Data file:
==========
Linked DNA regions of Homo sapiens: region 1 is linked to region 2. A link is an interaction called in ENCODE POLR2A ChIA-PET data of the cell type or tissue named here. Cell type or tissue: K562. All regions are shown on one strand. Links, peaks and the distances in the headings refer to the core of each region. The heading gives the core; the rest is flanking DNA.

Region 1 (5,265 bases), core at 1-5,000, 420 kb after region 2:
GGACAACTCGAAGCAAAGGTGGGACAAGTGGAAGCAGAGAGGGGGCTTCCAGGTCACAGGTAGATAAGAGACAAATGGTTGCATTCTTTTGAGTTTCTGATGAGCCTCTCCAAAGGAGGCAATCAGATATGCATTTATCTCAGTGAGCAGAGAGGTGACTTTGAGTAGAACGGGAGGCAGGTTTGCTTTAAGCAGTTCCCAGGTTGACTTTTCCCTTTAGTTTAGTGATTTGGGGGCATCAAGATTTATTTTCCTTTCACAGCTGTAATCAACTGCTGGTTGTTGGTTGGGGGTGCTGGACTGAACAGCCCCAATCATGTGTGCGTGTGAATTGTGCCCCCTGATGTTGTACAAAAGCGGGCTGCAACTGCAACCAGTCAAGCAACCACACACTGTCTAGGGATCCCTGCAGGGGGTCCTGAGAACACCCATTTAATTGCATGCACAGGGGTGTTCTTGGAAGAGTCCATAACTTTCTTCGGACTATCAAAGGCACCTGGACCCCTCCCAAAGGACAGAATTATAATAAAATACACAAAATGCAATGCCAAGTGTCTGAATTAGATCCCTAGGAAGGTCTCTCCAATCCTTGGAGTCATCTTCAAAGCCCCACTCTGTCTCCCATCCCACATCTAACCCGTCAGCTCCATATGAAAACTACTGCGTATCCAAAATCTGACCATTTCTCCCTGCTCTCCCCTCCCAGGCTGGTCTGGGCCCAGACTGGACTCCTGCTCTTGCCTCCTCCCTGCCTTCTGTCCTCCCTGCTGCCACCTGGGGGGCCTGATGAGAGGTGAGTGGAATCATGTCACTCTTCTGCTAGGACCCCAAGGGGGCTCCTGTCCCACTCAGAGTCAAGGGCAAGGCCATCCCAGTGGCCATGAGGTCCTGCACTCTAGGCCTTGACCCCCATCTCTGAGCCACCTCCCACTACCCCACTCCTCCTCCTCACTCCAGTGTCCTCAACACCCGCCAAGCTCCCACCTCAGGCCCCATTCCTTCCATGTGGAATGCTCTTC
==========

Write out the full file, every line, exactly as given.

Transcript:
Linked DNA regions of Homo sapiens: region 1 is linked to region 2. A link is an interaction called in ENCODE POLR2A ChIA-PET data of the cell type or tissue named here. Cell type or tissue: K562. All regions are shown on one strand. Links, peaks and the distances in the headings refer to the core of each region. The heading gives the core; the rest is flanking DNA.

Region 1 (5,265 bases), core at 1-5,000, 420 kb after region 2:
GGACAACTCGAAGCAAAGGTGGGACAAGTGGAAGCAGAGAGGGGGCTTCCAGGTCACAGGTAGATAAGAGACAAATGGTTGCATTCTTTTGAGTTTCTGATGAGCCTCTCCAAAGGAGGCAATCAGATATGCATTTATCTCAGTGAGCAGAGAGGTGACTTTGAGTAGAACGGGAGGCAGGTTTGCTTTAAGCAGTTCCCAGGTTGACTTTTCCCTTTAGTTTAGTGATTTGGGGGCATCAAGATTTATTTTCCTTTCACAGCTGTAATCAACTGCTGGTTGTTGGTTGGGGGTGCTGGACTGAACAGCCCCAATCATGTGTGCGTGTGAATTGTGCCCCCTGATGTTGTACAAAAGCGGGCTGCAACTGCAACCAGTCAAGCAACCACACACTGTCTAGGGATCCCTGCAGGGGGTCCTGAGAACACCCATTTAATTGCATGCACAGGGGTGTTCTTGGAAGAGTCCATAACTTTCTTCGGACTATCAAAGGCACCTGGACCCCTCCCAAAGGACAGAATTATAATAAAATACACAAAATGCAATGCCAAGTGTCTGAATTAGATCCCTAGGAAGGTCTCTCCAATCCTTGGAGTCATCTTCAAAGCCCCACTCTGTCTCCCATCCCACATCTAACCCGTCAGCTCCATATGAAAACTACTGCGTATCCAAAATCTGACCATTTCTCCCTGCTCTCCCCTCCCAGGCTGGTCTGGGCCCAGACTGGACTCCTGCTCTTGCCTCCTCCCTGCCTTCTGTCCTCCCTGCTGCCACCTGGGGGGCCTGATGAGAGGTGAGTGGAATCATGTCACTCTTCTGCTAGGACCCCAAGGGGGCTCCTGTCCCACTCAGAGTCAAGGGCAAGGCCATCCCAGTGGCCATGAGGTCCTGCACTCTAGGCCTTGACCCCCATCTCTGAGCCACCTCCCACTACCCCACTCCTCCTCCTCACTCCAGTGTCCTCAACACCCGCCAAGCTCCCACCTCAGGCCCCATTCCTTCCATGTGGAATGCTCTTC